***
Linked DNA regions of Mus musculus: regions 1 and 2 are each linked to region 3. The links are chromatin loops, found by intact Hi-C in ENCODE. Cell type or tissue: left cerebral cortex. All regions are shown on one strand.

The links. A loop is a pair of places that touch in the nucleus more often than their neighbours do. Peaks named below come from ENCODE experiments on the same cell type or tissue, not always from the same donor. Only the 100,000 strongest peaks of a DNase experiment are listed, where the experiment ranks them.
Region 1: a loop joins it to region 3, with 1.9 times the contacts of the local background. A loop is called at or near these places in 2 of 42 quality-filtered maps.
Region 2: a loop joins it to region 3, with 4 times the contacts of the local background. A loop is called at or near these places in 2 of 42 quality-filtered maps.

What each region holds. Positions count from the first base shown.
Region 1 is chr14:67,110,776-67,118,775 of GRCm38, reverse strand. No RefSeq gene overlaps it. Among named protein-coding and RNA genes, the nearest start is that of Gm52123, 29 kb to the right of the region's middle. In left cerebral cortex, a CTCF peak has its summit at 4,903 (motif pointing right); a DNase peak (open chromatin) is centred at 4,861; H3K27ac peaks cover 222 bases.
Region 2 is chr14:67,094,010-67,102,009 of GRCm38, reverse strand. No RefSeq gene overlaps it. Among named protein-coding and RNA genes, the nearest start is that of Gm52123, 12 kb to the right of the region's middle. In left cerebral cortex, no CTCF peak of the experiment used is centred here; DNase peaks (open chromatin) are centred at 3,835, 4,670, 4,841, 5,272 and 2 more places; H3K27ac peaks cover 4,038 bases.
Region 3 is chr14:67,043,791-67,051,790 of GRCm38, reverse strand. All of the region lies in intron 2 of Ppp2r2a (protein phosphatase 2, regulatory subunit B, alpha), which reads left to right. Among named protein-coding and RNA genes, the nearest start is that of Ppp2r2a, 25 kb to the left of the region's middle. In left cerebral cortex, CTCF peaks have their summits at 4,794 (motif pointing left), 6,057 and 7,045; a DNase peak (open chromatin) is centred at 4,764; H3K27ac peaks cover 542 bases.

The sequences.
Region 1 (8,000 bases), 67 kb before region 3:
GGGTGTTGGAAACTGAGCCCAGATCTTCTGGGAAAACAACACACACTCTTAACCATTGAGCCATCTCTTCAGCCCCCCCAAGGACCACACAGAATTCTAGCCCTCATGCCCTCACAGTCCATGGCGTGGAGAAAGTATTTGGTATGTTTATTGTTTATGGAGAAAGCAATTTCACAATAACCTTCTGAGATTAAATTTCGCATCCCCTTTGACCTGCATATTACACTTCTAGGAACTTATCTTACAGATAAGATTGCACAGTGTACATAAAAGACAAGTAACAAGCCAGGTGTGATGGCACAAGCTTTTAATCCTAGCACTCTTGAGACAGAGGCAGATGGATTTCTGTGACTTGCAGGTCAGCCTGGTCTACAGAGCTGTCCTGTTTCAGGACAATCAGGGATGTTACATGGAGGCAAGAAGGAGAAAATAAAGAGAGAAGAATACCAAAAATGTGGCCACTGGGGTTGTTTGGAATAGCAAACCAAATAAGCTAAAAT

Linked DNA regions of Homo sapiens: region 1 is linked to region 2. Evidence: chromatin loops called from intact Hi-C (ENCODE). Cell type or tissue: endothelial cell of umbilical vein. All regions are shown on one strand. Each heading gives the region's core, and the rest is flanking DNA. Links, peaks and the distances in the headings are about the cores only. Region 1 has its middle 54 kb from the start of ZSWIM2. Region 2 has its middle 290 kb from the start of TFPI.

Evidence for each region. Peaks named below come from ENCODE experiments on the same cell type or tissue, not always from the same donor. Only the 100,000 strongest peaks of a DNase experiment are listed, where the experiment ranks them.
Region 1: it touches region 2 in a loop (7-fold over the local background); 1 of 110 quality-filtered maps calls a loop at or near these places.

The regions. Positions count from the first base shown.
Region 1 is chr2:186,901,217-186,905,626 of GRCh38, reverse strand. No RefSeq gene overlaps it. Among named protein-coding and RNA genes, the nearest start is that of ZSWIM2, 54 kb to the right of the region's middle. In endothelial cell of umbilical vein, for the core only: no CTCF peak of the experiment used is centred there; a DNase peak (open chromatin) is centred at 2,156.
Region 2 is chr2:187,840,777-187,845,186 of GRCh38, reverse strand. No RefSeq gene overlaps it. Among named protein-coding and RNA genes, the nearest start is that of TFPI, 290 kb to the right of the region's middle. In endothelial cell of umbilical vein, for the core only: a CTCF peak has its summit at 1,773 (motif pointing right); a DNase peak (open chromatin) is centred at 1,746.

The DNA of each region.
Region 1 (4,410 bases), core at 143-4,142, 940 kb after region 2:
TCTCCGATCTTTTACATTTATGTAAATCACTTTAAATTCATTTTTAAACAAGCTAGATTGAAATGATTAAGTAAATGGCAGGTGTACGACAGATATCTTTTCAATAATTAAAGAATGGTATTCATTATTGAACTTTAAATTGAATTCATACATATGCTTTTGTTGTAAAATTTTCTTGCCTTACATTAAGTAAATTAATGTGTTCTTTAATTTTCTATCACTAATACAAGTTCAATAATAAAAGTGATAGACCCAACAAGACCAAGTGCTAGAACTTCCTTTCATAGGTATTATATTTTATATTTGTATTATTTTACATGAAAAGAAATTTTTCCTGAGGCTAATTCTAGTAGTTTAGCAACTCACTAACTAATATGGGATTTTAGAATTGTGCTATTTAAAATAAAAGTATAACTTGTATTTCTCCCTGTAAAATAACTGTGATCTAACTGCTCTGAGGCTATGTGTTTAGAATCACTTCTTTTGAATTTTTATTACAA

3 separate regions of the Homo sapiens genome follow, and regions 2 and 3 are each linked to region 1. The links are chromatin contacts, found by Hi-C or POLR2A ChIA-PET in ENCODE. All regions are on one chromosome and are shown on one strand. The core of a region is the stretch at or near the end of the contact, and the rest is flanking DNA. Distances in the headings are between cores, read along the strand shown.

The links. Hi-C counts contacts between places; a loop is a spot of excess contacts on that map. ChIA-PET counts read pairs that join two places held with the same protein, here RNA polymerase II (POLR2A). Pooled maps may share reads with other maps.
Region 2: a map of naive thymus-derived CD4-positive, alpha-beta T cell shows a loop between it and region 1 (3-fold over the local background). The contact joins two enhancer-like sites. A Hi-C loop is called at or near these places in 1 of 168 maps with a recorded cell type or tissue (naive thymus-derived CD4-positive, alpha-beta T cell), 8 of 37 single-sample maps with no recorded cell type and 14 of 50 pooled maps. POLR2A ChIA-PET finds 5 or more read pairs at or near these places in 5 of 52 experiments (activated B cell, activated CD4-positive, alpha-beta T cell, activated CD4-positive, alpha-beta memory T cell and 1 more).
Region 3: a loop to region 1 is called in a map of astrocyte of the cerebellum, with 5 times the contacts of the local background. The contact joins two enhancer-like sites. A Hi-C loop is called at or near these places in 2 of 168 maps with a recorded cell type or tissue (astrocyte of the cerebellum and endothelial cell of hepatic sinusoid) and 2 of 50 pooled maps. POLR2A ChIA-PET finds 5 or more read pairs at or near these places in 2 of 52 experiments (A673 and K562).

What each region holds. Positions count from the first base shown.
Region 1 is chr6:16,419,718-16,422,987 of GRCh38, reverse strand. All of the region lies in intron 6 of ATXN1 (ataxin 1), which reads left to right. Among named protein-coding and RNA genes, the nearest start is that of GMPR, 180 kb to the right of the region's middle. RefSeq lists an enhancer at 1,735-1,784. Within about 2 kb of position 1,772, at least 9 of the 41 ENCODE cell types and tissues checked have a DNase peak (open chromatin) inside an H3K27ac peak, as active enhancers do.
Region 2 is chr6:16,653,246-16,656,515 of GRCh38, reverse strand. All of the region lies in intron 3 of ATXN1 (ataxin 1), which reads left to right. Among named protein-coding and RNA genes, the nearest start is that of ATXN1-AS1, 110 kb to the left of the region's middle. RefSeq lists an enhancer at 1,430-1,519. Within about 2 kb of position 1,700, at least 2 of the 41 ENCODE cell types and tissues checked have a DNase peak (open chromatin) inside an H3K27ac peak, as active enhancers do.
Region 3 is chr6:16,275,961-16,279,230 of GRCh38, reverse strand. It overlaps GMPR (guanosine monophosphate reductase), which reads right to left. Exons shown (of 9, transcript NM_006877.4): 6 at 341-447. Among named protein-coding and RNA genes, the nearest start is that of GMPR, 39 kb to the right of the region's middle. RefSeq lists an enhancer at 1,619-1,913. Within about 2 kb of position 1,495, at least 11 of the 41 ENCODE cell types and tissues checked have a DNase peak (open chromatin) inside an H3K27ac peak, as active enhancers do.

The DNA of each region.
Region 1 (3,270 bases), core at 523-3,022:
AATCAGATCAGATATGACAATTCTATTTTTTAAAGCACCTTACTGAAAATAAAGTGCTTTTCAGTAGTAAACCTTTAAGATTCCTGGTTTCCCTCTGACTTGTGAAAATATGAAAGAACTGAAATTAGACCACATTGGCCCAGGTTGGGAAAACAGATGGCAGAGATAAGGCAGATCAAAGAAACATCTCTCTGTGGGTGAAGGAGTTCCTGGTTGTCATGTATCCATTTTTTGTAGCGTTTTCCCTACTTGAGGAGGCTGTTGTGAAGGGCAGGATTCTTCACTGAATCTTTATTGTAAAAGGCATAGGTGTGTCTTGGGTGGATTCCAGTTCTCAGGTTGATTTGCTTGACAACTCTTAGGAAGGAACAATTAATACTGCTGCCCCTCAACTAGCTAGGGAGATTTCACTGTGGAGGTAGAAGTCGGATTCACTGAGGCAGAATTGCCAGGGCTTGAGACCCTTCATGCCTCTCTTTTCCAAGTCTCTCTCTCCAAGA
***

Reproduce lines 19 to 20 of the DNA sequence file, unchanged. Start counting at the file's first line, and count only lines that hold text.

Region 1 (4,410 bases), core at 143-4,142, 940 kb after region 2:
TCTCCGATCTTTTACATTTATGTAAATCACTTTAAATTCATTTTTAAACAAGCTAGATTGAAATGATTAAGTAAATGGCAGGTGTACGACAGATATCTTTTCAATAATTAAAGAATGGTATTCATTATTGAACTTTAAATTGAATTCATACATATGCTTTTGTTGTAAAATTTTCTTGCCTTACATTAAGTAAATTAATGTGTTCTTTAATTTTCTATCACTAATACAAGTTCAATAATAAAAGTGATAGACCCAACAAGACCAAGTGCTAGAACTTCCTTTCATAGGTATTATATTTTATATTTGTATTATTTTACATGAAAAGAAATTTTTCCTGAGGCTAATTCTAGTAGTTTAGCAACTCACTAACTAATATGGGATTTTAGAATTGTGCTATTTAAAATAAAAGTATAACTTGTATTTCTCCCTGTAAAATAACTGTGATCTAACTGCTCTGAGGCTATGTGTTTAGAATCACTTCTTTTGAATTTTTATTACAA